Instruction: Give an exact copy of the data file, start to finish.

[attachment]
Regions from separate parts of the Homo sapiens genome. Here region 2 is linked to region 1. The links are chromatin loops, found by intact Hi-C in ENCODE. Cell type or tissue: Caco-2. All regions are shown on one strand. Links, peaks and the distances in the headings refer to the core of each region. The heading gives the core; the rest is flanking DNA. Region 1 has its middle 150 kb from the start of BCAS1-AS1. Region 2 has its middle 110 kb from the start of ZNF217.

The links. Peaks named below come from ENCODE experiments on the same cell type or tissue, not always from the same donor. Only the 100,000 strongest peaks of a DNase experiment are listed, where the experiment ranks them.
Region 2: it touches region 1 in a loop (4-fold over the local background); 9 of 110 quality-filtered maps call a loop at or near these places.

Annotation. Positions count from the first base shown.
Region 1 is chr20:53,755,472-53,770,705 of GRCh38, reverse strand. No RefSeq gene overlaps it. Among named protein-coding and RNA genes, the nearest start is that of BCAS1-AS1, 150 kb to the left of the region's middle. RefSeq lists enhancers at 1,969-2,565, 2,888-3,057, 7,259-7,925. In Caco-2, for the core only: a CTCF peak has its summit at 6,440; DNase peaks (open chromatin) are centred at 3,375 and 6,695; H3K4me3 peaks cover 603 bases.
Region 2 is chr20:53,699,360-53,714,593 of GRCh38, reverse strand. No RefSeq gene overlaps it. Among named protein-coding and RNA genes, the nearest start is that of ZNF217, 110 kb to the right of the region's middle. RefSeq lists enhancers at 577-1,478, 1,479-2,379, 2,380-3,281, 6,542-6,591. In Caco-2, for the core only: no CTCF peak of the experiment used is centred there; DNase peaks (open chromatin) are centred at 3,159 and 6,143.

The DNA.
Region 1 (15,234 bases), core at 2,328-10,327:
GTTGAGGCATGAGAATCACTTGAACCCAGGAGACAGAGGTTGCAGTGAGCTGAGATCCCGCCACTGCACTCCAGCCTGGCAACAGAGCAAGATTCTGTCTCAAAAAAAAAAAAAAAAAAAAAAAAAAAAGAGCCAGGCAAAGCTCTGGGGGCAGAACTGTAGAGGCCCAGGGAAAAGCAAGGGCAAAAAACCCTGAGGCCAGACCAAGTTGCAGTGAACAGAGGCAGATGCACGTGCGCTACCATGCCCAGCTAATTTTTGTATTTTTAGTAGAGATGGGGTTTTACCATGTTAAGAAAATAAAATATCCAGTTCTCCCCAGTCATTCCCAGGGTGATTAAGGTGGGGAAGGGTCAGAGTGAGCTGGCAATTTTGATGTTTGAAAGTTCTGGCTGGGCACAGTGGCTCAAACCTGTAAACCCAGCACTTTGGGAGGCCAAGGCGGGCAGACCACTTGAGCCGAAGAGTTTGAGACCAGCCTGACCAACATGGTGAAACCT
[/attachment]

Regions from separate parts of the Homo sapiens genome. Here region 2 is linked to region 1. The links are chromatin loops, found by intact Hi-C in ENCODE. Cell type or tissue: Caco-2. All regions are shown on one strand. Links, peaks and the distances in the headings refer to the core of each region. The heading gives the core; the rest is flanking DNA. Region 1 has its middle 150 kb from the start of BCAS1-AS1. Region 2 has its middle 110 kb from the start of ZNF217.

The links. Peaks named below come from ENCODE experiments on the same cell type or tissue, not always from the same donor. Only the 100,000 strongest peaks of a DNase experiment are listed, where the experiment ranks them.
Region 2: it touches region 1 in a loop (4-fold over the local background); 9 of 110 quality-filtered maps call a loop at or near these places.

Annotation. Positions count from the first base shown.
Region 1 is chr20:53,755,472-53,770,705 of GRCh38, reverse strand. No RefSeq gene overlaps it. Among named protein-coding and RNA genes, the nearest start is that of BCAS1-AS1, 150 kb to the left of the region's middle. RefSeq lists enhancers at 1,969-2,565, 2,888-3,057, 7,259-7,925. In Caco-2, for the core only: a CTCF peak has its summit at 6,440; DNase peaks (open chromatin) are centred at 3,375 and 6,695; H3K4me3 peaks cover 603 bases.
Region 2 is chr20:53,699,360-53,714,593 of GRCh38, reverse strand. No RefSeq gene overlaps it. Among named protein-coding and RNA genes, the nearest start is that of ZNF217, 110 kb to the right of the region's middle. RefSeq lists enhancers at 577-1,478, 1,479-2,379, 2,380-3,281, 6,542-6,591. In Caco-2, for the core only: no CTCF peak of the experiment used is centred there; DNase peaks (open chromatin) are centred at 3,159 and 6,143.

The DNA.
Region 1 (15,234 bases), core at 2,328-10,327:
GTTGAGGCATGAGAATCACTTGAACCCAGGAGACAGAGGTTGCAGTGAGCTGAGATCCCGCCACTGCACTCCAGCCTGGCAACAGAGCAAGATTCTGTCTCAAAAAAAAAAAAAAAAAAAAAAAAAAAAGAGCCAGGCAAAGCTCTGGGGGCAGAACTGTAGAGGCCCAGGGAAAAGCAAGGGCAAAAAACCCTGAGGCCAGACCAAGTTGCAGTGAACAGAGGCAGATGCACGTGCGCTACCATGCCCAGCTAATTTTTGTATTTTTAGTAGAGATGGGGTTTTACCATGTTAAGAAAATAAAATATCCAGTTCTCCCCAGTCATTCCCAGGGTGATTAAGGTGGGGAAGGGTCAGAGTGAGCTGGCAATTTTGATGTTTGAAAGTTCTGGCTGGGCACAGTGGCTCAAACCTGTAAACCCAGCACTTTGGGAGGCCAAGGCGGGCAGACCACTTGAGCCGAAGAGTTTGAGACCAGCCTGACCAACATGGTGAAACCT